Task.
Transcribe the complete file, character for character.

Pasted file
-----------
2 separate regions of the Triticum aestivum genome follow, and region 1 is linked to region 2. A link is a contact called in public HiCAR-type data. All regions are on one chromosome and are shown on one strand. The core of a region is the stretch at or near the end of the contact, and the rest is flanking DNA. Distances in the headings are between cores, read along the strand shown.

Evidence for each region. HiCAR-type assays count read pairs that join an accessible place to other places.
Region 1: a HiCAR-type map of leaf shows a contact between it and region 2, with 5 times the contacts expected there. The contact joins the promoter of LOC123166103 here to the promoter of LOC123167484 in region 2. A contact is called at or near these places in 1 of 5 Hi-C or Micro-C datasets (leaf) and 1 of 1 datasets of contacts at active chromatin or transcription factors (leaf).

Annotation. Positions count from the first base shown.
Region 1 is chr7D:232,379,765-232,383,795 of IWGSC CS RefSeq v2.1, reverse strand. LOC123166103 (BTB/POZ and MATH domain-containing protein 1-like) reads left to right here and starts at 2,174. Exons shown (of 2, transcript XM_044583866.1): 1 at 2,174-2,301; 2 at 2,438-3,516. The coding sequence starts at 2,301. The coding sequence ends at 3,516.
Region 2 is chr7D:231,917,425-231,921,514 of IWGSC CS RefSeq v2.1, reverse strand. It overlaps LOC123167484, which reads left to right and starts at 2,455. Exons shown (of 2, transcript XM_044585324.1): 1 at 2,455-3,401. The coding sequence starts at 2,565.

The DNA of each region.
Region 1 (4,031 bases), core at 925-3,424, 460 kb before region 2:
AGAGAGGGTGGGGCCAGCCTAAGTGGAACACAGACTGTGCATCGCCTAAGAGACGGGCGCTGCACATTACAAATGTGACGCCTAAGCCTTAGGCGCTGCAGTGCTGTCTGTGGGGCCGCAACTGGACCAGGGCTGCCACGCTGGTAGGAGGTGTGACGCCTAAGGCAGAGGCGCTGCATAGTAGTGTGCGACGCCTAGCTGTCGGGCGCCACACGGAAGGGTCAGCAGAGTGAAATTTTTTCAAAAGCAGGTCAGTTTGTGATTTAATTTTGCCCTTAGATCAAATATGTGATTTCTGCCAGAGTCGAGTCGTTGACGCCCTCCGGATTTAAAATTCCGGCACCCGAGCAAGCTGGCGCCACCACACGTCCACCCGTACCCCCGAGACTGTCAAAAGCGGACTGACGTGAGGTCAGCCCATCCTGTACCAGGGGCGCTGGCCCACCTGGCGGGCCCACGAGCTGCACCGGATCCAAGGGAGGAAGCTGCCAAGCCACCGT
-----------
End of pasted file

2 separate regions of the Triticum aestivum genome follow, and region 1 is linked to region 2. A link is a contact called in public HiCAR-type data. All regions are on one chromosome and are shown on one strand. The core of a region is the stretch at or near the end of the contact, and the rest is flanking DNA. Distances in the headings are between cores, read along the strand shown.

Evidence for each region. HiCAR-type assays count read pairs that join an accessible place to other places.
Region 1: a HiCAR-type map of leaf shows a contact between it and region 2, with 5 times the contacts expected there. The contact joins the promoter of LOC123166103 here to the promoter of LOC123167484 in region 2. A contact is called at or near these places in 1 of 5 Hi-C or Micro-C datasets (leaf) and 1 of 1 datasets of contacts at active chromatin or transcription factors (leaf).

Annotation. Positions count from the first base shown.
Region 1 is chr7D:232,379,765-232,383,795 of IWGSC CS RefSeq v2.1, reverse strand. LOC123166103 (BTB/POZ and MATH domain-containing protein 1-like) reads left to right here and starts at 2,174. Exons shown (of 2, transcript XM_044583866.1): 1 at 2,174-2,301; 2 at 2,438-3,516. The coding sequence starts at 2,301. The coding sequence ends at 3,516.
Region 2 is chr7D:231,917,425-231,921,514 of IWGSC CS RefSeq v2.1, reverse strand. It overlaps LOC123167484, which reads left to right and starts at 2,455. Exons shown (of 2, transcript XM_044585324.1): 1 at 2,455-3,401. The coding sequence starts at 2,565.

The DNA of each region.
Region 1 (4,031 bases), core at 925-3,424, 460 kb before region 2:
AGAGAGGGTGGGGCCAGCCTAAGTGGAACACAGACTGTGCATCGCCTAAGAGACGGGCGCTGCACATTACAAATGTGACGCCTAAGCCTTAGGCGCTGCAGTGCTGTCTGTGGGGCCGCAACTGGACCAGGGCTGCCACGCTGGTAGGAGGTGTGACGCCTAAGGCAGAGGCGCTGCATAGTAGTGTGCGACGCCTAGCTGTCGGGCGCCACACGGAAGGGTCAGCAGAGTGAAATTTTTTCAAAAGCAGGTCAGTTTGTGATTTAATTTTGCCCTTAGATCAAATATGTGATTTCTGCCAGAGTCGAGTCGTTGACGCCCTCCGGATTTAAAATTCCGGCACCCGAGCAAGCTGGCGCCACCACACGTCCACCCGTACCCCCGAGACTGTCAAAAGCGGACTGACGTGAGGTCAGCCCATCCTGTACCAGGGGCGCTGGCCCACCTGGCGGGCCCACGAGCTGCACCGGATCCAAGGGAGGAAGCTGCCAAGCCACCGT